It has been said that to be the best, you must learn from the best.
We often hear of success stories such as world-renowned chef Joël Robuchon, who got a job as an apprentice chef at the age of 15 and later took on the job of head chef at Harmony-Lafayette restaurant in Paris when he turned 28. A year later, he attained his first Michelin star and has been named chef of the century.
What does it take to be a culinary genius like him? Robuchon once said in an interview that it takes an incredible amount of hard work. He also put his mind to it, and when he decided to be a chef, he was determined to be the best. Chef Kyle from UFS suggests, “Read the foreword of Marco Pierre White's White Heat. That says it all for me.” (You can see a preview here to get what he means.) What else does one need in order to become an Alain Ducasse, Wolfgang Puck or Anthony Bourdain?
Here are seven habits you can adopt to put yourself on track for an extraordinary career as a chef.
Habit 1: Planning Is Essential to Success
Great chefs are great planners. They think ahead and plot out everything they are going to do from cooking to the financial responsibilities of running a kitchen. These are essential skills in cooking and management, since poor planning can result in disaster. The best chefs know exactly what and how much ingredients they need, where all of their utensils are located, how they will pace themselves during crunch time, and what they can do to make the day as efficient as possible. Chef Isaac says to be a leading chef you must be able to manage a P&L statement and budget as well as understand how to make and save money.
Habit 2: Become the Master of Your Schedule and Your Time
When cooking, time is everything. Food that’s ordered must be scheduled, then prepared in minutes. Time management is crucial, and this means really paying attention to how you utilize your minutes and seconds after an order is received. With proper planning, you can have a highly effective kitchen, reducing stress for everyone and keeping diners full and satisfied.
Habit 3: Determine what is Most Important & Focus on the Task at Hand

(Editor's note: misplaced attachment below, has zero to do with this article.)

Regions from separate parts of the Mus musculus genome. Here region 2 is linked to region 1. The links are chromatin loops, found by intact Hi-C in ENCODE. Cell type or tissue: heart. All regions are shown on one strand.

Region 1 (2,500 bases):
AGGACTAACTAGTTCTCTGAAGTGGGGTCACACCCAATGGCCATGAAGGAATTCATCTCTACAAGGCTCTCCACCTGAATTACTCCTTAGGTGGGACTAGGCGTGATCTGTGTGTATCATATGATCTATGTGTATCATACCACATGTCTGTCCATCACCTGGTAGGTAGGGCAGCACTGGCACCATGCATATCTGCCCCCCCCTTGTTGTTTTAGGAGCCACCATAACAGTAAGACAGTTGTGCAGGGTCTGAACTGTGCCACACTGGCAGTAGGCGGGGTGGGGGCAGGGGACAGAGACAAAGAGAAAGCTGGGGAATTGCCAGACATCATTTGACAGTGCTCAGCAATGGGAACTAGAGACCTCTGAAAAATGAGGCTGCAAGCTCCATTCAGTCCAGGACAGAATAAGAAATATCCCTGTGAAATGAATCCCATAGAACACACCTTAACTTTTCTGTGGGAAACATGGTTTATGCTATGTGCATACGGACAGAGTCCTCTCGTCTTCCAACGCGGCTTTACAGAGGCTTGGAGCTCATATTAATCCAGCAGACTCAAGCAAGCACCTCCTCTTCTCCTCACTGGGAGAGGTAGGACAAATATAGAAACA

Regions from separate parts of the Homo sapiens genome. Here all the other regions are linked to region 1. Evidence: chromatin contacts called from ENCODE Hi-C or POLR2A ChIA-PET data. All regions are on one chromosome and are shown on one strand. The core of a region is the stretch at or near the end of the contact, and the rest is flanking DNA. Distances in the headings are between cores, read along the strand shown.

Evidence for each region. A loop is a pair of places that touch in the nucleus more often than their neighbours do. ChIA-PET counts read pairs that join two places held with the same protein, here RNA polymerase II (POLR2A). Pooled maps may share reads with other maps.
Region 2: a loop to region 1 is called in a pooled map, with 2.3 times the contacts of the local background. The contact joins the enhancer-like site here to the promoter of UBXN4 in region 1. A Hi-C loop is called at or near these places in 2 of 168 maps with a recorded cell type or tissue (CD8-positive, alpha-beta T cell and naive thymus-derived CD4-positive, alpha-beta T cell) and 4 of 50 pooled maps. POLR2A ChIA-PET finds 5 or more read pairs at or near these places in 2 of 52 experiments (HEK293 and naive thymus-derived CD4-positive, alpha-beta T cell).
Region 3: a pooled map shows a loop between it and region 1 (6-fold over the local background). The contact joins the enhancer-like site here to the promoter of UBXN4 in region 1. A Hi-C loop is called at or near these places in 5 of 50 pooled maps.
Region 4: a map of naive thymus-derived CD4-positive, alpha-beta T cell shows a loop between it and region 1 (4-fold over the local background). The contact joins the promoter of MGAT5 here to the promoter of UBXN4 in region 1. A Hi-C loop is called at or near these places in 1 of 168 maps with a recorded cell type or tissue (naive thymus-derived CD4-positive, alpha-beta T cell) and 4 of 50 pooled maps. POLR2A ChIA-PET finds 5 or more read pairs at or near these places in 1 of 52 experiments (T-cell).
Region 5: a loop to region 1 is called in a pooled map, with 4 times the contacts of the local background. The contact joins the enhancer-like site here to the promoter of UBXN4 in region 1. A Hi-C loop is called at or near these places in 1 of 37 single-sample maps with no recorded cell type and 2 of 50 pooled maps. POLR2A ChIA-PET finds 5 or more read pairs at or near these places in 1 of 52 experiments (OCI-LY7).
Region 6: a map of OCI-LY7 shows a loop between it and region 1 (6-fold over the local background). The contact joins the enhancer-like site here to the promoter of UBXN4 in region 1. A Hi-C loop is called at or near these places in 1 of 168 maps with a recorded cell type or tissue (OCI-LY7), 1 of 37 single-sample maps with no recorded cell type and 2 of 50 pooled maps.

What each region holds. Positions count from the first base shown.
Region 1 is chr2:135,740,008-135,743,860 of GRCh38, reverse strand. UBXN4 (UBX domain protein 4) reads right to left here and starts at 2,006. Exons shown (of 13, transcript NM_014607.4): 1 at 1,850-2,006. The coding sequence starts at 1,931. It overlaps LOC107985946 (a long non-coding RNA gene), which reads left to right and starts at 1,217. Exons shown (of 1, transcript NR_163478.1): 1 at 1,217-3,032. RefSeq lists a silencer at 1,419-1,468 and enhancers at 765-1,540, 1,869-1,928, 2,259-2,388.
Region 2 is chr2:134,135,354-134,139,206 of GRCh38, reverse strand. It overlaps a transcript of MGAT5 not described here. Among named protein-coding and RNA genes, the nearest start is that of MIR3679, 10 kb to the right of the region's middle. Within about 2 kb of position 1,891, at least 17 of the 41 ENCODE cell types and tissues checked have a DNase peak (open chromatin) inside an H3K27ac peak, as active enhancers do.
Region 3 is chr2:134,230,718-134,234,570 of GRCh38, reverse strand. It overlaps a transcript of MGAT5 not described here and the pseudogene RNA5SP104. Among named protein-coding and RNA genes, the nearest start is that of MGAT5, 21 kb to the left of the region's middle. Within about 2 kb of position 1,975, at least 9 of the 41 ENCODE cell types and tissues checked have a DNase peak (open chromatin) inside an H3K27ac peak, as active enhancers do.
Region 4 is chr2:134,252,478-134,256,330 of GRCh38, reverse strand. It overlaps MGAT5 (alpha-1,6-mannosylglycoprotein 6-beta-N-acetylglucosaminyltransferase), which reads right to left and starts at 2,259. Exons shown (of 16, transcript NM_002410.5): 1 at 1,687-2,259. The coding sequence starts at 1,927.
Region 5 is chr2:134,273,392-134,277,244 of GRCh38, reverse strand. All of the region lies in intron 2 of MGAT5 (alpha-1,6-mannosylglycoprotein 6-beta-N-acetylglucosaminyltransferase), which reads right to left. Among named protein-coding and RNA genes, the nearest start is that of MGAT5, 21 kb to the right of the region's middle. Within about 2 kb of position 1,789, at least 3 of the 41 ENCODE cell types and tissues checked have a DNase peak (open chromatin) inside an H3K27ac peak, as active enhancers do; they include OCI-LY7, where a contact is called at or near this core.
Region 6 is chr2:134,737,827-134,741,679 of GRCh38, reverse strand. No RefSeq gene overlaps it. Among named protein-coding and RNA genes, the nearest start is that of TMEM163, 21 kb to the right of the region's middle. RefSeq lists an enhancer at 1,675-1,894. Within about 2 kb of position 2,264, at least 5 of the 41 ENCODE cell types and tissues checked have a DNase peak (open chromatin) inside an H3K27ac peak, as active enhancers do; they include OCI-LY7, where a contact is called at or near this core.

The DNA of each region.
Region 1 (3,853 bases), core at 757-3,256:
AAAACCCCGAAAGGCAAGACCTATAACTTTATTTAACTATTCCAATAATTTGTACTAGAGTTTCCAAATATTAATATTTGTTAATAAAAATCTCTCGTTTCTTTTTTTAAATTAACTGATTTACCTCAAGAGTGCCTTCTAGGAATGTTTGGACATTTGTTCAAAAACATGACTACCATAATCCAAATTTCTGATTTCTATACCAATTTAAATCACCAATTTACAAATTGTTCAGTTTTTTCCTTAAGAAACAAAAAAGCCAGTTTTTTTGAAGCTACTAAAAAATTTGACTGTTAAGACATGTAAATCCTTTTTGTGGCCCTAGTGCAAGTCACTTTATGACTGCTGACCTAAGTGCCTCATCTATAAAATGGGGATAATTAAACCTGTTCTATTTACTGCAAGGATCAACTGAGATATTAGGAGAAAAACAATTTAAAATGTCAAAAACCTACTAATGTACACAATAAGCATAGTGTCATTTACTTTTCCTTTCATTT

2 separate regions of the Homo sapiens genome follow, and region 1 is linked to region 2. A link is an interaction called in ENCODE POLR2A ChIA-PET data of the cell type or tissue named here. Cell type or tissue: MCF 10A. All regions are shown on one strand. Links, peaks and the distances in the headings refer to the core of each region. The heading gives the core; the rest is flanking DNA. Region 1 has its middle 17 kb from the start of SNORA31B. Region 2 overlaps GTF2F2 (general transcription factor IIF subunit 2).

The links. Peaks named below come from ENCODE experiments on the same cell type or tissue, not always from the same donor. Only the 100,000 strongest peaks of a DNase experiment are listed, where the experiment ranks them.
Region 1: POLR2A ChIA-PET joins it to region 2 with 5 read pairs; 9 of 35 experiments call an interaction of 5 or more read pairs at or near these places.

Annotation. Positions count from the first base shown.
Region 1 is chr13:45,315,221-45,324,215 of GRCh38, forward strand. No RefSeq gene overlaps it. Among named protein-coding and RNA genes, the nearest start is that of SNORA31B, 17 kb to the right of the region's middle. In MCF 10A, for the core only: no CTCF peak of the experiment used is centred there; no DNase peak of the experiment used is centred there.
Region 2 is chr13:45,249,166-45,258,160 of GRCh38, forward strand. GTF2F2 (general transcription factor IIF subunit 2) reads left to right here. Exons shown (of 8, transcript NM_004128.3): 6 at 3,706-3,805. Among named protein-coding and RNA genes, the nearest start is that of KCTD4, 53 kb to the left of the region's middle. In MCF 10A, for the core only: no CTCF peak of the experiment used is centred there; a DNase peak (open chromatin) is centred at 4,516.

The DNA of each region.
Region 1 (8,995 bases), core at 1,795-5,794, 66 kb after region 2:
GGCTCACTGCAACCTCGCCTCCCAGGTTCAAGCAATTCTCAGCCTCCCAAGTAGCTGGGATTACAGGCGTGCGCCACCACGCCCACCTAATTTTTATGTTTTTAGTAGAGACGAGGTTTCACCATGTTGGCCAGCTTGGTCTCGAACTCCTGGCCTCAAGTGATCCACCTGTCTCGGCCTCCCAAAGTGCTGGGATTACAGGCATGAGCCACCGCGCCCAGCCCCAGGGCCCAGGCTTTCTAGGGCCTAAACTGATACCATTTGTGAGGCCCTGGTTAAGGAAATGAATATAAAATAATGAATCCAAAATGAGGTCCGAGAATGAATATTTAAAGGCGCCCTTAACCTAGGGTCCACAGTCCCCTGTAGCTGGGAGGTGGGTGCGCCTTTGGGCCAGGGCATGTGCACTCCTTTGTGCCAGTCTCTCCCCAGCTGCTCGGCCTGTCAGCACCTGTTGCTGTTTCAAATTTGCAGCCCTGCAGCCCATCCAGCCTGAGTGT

When your office is full of fire, knives and people, you cannot afford any slipups. Even a quick distraction can lead to a ruined meal—or worse. A good chef pays attention to the task at hand and focuses on what’s important at that moment in time. This skill takes a good amount of discipline, but is essential to running a successful kitchen.
Habit 4: Organization is Key to Sustain Success
Staying on top of things is crucial if you want to achieve great things in the kitchen. The best chefs know exactly how many minutes it takes to prepare each dish in the menu, how to direct servers in and out of the kitchen, and where every utensil and ingredient is located.
Habit 5: Innovators Never Stop Learning
How do certain chefs stay ahead of the game and know what foods will be popular before a trend starts? How do others create new and innovative dishes that are completely original? Simple: they're always learning. Great chefs keep updated with food trends. They study the cooking methods and cuisines of other cultures and spend time experimenting with different dishes. Doing so means they are constantly discovering new skills and recipes they can incorporate into their restaurant. Chef Isaac emphasises that chefs need to be learning every day. They must be willing to dive into ethnic cuisine and go beyond food. He also says, “Reading expands your horizons; you never know where outside of cooking you may get inspiration from. A great chef is always seeking flavor combinations."
Habit 6: Conscientiousness Pays off every Step of the Way
This comes in many forms, from food quality to kitchen practices, personal and food safety, and presentation (plating) standards. Top chefs make it a priority to scrutinize everything that goes into their kitchen, from basic ingredients to the final dish.
Habit 7: Keep Things Simple and let the Flavors Speak for Themselves
Many great chefs spend hours refining and perfecting their key signature dishes. This could mean offering set menus and limited items (which is practiced in numerous Michelin star restaurants). As the saying goes, “Quality over quantity” – offer food that is of top-notch quality, rather than creating a huge variety of dishes that are of mediocre standards.